My guests this week, Charles Love and Donique Rolle, turn down the temperature on the sometimes overheated debate about race and education. Charles is a passionate advocate for the power of education to help young black people achieve a successful and productive life—as he says, it’s no coincidence that most African Americans with college degrees are doing pretty well. Donique teaches African American history at a Florida public high school, and she’s found not only that she can do so quite effectively without recourse to critical race theory, but that she rarely gets pushback from parents and students about her approach.
Both Charles and Donique seem to agree: Racism (“systemic” or otherwise) is not a major obstacle to black students’ success; teaching them that it is only encourages them to disregard their own abilities and agency. I ask them about larger political issues at play in debates about teaching black history. Is Florida’s Stop WOKE Act as repressive as its opponents make it sound? What is the relationship, if any, between LGBT history and black history? Are traditional public schools the best way to educate our young people? Donique’s answer may surprise you.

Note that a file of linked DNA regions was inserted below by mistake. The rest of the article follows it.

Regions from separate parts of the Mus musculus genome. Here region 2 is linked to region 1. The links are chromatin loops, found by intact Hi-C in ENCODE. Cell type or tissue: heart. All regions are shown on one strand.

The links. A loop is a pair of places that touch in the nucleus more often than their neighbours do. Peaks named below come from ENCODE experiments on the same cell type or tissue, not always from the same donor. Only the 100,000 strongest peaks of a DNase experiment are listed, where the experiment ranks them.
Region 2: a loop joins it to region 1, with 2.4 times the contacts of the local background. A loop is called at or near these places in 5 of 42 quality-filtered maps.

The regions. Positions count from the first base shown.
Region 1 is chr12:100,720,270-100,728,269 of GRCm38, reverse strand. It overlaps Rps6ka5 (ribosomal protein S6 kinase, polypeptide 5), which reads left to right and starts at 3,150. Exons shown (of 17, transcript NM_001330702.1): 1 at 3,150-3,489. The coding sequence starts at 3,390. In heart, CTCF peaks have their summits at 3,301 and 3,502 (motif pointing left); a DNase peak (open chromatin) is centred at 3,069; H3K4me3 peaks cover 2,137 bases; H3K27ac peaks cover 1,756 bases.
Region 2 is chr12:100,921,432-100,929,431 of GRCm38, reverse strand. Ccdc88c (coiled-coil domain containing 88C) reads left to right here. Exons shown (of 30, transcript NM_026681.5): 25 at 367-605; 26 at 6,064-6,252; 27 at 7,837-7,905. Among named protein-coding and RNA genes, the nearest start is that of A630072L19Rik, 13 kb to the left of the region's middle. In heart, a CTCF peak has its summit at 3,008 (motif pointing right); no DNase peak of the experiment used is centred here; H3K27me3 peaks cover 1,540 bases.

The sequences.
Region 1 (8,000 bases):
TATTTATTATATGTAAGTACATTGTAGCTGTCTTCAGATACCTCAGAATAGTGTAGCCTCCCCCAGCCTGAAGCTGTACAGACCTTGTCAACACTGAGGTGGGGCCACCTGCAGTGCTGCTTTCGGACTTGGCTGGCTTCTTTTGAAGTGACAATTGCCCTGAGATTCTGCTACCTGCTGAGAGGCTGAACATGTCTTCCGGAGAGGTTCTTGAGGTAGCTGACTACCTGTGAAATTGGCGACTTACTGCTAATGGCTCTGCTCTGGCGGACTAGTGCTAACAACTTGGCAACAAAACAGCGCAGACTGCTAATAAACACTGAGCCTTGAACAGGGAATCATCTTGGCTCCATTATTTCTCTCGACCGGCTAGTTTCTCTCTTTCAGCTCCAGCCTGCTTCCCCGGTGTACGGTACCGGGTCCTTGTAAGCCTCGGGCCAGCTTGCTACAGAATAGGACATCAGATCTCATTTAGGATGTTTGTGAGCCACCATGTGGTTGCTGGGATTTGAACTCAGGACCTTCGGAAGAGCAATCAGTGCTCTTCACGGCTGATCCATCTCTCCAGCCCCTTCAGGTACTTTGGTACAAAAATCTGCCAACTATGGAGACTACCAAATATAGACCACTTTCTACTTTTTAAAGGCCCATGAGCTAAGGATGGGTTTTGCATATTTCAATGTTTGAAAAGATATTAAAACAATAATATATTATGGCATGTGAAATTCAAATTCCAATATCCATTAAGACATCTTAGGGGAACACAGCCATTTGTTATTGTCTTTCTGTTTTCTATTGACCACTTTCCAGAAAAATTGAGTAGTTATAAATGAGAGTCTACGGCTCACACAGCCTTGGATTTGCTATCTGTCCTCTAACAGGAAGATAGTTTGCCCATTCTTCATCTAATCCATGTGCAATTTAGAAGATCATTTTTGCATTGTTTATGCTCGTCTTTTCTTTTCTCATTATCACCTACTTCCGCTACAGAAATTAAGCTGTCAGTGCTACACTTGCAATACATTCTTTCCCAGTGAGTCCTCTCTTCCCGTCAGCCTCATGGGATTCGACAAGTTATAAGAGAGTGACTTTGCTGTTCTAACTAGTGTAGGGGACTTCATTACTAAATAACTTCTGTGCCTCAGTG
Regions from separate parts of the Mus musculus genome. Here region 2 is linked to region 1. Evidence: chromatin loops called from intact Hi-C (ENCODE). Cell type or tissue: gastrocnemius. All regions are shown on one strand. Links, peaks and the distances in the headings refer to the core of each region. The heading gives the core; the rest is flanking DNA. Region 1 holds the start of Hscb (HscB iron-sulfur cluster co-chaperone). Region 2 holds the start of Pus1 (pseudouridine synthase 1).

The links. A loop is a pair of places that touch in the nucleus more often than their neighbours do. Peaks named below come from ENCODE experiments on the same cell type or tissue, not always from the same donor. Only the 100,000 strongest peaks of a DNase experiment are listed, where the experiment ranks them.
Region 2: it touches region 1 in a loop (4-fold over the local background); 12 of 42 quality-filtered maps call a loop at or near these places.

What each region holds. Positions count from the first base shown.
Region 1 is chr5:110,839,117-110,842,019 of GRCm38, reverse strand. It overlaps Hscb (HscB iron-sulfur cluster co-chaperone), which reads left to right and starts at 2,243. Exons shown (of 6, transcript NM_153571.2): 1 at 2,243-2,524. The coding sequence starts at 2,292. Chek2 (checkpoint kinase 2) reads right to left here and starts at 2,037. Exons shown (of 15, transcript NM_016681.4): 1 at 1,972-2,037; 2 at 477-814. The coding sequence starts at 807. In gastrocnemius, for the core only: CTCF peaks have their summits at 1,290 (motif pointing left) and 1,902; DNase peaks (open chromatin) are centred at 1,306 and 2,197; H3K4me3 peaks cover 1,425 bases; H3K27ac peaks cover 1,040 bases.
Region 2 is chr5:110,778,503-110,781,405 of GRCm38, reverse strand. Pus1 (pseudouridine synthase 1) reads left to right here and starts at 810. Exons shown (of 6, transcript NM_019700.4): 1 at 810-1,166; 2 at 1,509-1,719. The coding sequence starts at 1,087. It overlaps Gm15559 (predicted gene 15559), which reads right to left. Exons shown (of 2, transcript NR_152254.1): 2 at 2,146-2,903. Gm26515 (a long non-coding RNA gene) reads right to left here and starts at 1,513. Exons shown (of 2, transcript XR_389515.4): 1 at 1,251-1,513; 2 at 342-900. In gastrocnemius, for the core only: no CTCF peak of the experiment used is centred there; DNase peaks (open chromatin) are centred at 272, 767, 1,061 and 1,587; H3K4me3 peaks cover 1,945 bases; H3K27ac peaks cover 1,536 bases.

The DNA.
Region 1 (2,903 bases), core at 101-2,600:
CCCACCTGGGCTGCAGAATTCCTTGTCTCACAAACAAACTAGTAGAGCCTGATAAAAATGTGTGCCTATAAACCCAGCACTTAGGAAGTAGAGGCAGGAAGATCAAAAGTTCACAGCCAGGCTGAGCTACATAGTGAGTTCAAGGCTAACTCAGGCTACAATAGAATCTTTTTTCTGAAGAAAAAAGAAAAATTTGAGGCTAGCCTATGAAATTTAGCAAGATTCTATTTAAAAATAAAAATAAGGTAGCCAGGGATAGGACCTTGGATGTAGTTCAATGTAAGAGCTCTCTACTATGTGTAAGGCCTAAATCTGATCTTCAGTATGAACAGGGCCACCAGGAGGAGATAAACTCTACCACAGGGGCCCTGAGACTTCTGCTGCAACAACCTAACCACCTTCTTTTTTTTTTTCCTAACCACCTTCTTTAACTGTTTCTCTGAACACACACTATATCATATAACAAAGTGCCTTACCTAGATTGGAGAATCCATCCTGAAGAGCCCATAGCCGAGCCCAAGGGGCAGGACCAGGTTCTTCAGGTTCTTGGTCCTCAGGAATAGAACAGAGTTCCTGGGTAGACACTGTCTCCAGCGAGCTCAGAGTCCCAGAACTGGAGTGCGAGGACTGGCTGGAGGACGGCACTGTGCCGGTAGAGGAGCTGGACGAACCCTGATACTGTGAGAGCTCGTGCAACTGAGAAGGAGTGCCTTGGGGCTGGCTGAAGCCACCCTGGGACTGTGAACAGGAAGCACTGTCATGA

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0:00 Charles’s argument for emphasizing education over systemic racism
5:21 Donique: Teaching African American history doesn’t require critical race theory
15:36 Charles: We are the 97%!
18:48 How Donique balances oppression and triumph in black history
24:02 What does Florida’s Stop WOKE Act actually say?
33:30 What’s wrong with integrating LGBT history and black history?
44:19 Sexuality’s ever-shifting Overton window
49:40 Why Donique, a public school teacher, advocates for homeschooling
54:30 Expanding the canon of historic black figures
Recorded April 10, 2023